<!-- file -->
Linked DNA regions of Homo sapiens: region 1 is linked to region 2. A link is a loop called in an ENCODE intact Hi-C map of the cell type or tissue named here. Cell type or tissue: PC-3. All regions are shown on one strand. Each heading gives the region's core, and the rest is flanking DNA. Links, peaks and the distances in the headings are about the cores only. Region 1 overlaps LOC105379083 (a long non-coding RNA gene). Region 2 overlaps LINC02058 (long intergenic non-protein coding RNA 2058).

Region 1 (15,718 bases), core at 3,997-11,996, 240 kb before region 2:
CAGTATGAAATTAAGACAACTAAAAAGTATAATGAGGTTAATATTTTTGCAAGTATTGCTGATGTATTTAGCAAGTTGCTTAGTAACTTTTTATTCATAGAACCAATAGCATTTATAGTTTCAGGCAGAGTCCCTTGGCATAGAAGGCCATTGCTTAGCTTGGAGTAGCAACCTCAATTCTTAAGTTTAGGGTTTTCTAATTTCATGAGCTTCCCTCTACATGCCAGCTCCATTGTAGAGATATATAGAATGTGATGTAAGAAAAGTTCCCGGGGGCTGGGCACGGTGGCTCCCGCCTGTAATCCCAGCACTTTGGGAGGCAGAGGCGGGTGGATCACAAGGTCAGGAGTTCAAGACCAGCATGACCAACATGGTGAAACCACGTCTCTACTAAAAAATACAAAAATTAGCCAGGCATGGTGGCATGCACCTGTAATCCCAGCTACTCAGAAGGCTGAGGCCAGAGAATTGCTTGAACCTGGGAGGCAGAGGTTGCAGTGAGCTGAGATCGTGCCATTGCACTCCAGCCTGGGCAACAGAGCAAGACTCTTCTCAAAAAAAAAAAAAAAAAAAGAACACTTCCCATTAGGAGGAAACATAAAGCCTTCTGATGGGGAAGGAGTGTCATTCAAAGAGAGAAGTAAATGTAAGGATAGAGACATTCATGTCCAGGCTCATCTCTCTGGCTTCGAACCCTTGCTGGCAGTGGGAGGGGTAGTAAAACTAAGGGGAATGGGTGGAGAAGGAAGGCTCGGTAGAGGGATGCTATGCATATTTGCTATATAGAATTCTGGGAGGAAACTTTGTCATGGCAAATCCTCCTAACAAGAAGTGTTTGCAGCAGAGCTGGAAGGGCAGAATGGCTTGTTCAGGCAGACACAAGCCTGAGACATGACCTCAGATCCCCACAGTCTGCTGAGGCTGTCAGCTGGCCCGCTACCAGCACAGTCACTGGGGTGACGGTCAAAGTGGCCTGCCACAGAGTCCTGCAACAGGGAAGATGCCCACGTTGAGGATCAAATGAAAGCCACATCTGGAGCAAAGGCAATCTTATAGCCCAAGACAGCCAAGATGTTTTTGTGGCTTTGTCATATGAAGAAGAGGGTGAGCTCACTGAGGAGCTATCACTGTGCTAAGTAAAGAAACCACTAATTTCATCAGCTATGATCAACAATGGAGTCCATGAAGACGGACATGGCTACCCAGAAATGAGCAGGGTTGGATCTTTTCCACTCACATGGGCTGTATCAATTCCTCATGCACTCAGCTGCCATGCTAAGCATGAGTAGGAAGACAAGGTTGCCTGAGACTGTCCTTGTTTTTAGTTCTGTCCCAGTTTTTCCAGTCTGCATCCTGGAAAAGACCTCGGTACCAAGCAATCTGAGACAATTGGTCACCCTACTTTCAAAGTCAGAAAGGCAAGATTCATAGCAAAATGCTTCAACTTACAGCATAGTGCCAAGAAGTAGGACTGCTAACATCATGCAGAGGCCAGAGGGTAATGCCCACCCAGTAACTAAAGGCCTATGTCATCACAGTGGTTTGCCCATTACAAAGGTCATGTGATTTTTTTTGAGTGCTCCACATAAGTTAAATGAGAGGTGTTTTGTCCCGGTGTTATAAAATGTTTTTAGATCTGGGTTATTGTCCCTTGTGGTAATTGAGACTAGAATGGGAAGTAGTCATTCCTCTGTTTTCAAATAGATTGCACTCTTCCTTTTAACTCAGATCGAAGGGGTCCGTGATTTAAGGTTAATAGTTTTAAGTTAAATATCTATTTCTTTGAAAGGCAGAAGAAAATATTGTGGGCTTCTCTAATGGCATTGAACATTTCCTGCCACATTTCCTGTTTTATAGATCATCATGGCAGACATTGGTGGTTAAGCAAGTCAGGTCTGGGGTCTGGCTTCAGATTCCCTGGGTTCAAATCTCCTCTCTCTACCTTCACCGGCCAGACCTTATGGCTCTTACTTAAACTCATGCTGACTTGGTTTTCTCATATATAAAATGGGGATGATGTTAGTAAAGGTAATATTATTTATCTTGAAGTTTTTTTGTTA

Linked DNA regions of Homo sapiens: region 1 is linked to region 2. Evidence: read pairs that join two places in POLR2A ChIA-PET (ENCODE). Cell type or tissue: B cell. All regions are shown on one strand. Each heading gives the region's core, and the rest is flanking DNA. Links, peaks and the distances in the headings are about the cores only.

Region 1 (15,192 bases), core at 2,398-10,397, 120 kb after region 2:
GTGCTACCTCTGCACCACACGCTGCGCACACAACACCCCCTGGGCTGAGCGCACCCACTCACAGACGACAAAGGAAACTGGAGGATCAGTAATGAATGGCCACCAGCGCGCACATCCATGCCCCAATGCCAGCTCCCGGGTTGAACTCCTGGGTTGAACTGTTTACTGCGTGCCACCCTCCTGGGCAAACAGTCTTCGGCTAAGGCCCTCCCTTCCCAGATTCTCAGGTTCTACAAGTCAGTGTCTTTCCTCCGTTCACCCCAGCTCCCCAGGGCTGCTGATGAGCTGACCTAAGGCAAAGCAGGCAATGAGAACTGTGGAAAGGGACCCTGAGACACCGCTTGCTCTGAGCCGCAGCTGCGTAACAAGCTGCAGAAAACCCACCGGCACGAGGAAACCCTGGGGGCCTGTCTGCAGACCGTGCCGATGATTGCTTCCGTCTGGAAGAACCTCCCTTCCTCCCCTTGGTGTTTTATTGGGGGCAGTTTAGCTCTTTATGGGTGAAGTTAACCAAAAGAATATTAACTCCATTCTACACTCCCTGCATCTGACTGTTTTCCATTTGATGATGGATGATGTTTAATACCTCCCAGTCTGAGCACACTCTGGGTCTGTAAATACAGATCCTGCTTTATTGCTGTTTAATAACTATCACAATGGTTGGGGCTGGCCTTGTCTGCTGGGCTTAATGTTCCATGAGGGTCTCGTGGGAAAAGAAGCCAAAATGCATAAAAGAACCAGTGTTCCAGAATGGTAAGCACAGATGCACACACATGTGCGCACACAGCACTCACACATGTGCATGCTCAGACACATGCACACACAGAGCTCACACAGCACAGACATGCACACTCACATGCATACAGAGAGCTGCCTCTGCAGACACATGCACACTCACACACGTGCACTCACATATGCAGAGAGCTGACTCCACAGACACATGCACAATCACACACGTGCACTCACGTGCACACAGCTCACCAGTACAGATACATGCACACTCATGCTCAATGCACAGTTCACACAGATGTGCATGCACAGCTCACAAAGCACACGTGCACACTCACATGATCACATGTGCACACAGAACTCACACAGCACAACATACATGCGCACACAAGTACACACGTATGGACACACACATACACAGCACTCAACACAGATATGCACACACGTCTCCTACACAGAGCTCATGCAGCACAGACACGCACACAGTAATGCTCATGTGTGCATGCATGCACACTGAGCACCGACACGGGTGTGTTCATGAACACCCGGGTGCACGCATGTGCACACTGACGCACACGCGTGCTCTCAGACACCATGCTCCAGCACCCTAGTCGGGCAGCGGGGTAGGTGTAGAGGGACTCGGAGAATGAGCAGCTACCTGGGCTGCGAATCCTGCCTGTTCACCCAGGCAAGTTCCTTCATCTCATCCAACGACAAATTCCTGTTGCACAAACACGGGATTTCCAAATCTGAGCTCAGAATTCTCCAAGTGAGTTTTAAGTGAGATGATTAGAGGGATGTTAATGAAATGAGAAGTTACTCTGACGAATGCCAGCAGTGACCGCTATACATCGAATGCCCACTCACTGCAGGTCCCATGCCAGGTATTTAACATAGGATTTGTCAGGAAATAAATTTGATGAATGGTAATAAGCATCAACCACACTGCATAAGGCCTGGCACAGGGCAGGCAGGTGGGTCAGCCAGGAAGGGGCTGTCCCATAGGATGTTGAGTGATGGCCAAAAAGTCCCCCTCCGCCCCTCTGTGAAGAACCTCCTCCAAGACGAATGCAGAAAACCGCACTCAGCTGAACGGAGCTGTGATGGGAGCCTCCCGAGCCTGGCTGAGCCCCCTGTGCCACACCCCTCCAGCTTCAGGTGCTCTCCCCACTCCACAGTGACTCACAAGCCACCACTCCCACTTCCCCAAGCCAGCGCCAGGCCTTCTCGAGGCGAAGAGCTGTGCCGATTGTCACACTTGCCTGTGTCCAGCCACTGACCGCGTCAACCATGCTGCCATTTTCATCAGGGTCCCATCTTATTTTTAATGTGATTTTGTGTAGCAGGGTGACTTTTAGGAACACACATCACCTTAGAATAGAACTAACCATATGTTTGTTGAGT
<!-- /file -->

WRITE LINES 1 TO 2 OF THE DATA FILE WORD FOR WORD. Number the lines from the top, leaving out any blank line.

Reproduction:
Linked DNA regions of Homo sapiens: region 1 is linked to region 2. A link is a loop called in an ENCODE intact Hi-C map of the cell type or tissue named here. Cell type or tissue: PC-3. All regions are shown on one strand. Each heading gives the region's core, and the rest is flanking DNA. Links, peaks and the distances in the headings are about the cores only. Region 1 overlaps LOC105379083 (a long non-coding RNA gene). Region 2 overlaps LINC02058 (long intergenic non-protein coding RNA 2058).

Region 1 (15,718 bases), core at 3,997-11,996, 240 kb before region 2: